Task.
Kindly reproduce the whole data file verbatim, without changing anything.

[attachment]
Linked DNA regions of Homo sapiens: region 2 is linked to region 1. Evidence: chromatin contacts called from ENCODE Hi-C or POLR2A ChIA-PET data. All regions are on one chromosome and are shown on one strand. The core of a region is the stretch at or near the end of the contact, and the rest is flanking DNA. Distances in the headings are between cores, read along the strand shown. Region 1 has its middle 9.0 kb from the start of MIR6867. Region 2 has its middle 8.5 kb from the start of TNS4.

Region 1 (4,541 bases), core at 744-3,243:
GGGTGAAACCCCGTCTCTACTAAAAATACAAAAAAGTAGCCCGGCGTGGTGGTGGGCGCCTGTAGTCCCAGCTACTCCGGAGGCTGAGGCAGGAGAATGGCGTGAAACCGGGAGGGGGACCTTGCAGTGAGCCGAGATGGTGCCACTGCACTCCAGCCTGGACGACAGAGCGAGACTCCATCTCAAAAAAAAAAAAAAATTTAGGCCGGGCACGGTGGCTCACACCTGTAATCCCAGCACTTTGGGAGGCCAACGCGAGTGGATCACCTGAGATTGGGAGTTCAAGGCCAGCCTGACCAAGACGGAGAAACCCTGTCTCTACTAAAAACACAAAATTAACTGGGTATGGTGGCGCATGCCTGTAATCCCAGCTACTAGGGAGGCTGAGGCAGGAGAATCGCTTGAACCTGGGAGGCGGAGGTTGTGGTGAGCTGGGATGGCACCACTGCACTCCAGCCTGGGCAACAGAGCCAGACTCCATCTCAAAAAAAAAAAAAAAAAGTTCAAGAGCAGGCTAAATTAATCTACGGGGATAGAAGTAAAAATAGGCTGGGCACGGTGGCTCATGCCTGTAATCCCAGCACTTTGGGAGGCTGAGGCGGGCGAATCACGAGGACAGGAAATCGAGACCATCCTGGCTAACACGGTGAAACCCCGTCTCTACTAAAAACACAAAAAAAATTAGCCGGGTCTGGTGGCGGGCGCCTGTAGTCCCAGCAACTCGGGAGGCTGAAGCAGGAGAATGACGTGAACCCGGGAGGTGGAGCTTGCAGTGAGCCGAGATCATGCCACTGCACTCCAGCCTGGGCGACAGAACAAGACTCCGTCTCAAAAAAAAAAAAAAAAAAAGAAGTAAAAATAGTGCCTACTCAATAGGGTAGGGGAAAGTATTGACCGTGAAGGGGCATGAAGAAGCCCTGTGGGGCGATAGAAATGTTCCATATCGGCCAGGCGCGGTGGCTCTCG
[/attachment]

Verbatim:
Linked DNA regions of Homo sapiens: region 2 is linked to region 1. Evidence: chromatin contacts called from ENCODE Hi-C or POLR2A ChIA-PET data. All regions are on one chromosome and are shown on one strand. The core of a region is the stretch at or near the end of the contact, and the rest is flanking DNA. Distances in the headings are between cores, read along the strand shown. Region 1 has its middle 9.0 kb from the start of MIR6867. Region 2 has its middle 8.5 kb from the start of TNS4.

Region 1 (4,541 bases), core at 744-3,243:
GGGTGAAACCCCGTCTCTACTAAAAATACAAAAAAGTAGCCCGGCGTGGTGGTGGGCGCCTGTAGTCCCAGCTACTCCGGAGGCTGAGGCAGGAGAATGGCGTGAAACCGGGAGGGGGACCTTGCAGTGAGCCGAGATGGTGCCACTGCACTCCAGCCTGGACGACAGAGCGAGACTCCATCTCAAAAAAAAAAAAAAATTTAGGCCGGGCACGGTGGCTCACACCTGTAATCCCAGCACTTTGGGAGGCCAACGCGAGTGGATCACCTGAGATTGGGAGTTCAAGGCCAGCCTGACCAAGACGGAGAAACCCTGTCTCTACTAAAAACACAAAATTAACTGGGTATGGTGGCGCATGCCTGTAATCCCAGCTACTAGGGAGGCTGAGGCAGGAGAATCGCTTGAACCTGGGAGGCGGAGGTTGTGGTGAGCTGGGATGGCACCACTGCACTCCAGCCTGGGCAACAGAGCCAGACTCCATCTCAAAAAAAAAAAAAAAAAGTTCAAGAGCAGGCTAAATTAATCTACGGGGATAGAAGTAAAAATAGGCTGGGCACGGTGGCTCATGCCTGTAATCCCAGCACTTTGGGAGGCTGAGGCGGGCGAATCACGAGGACAGGAAATCGAGACCATCCTGGCTAACACGGTGAAACCCCGTCTCTACTAAAAACACAAAAAAAATTAGCCGGGTCTGGTGGCGGGCGCCTGTAGTCCCAGCAACTCGGGAGGCTGAAGCAGGAGAATGACGTGAACCCGGGAGGTGGAGCTTGCAGTGAGCCGAGATCATGCCACTGCACTCCAGCCTGGGCGACAGAACAAGACTCCGTCTCAAAAAAAAAAAAAAAAAAAGAAGTAAAAATAGTGCCTACTCAATAGGGTAGGGGAAAGTATTGACCGTGAAGGGGCATGAAGAAGCCCTGTGGGGCGATAGAAATGTTCCATATCGGCCAGGCGCGGTGGCTCTCG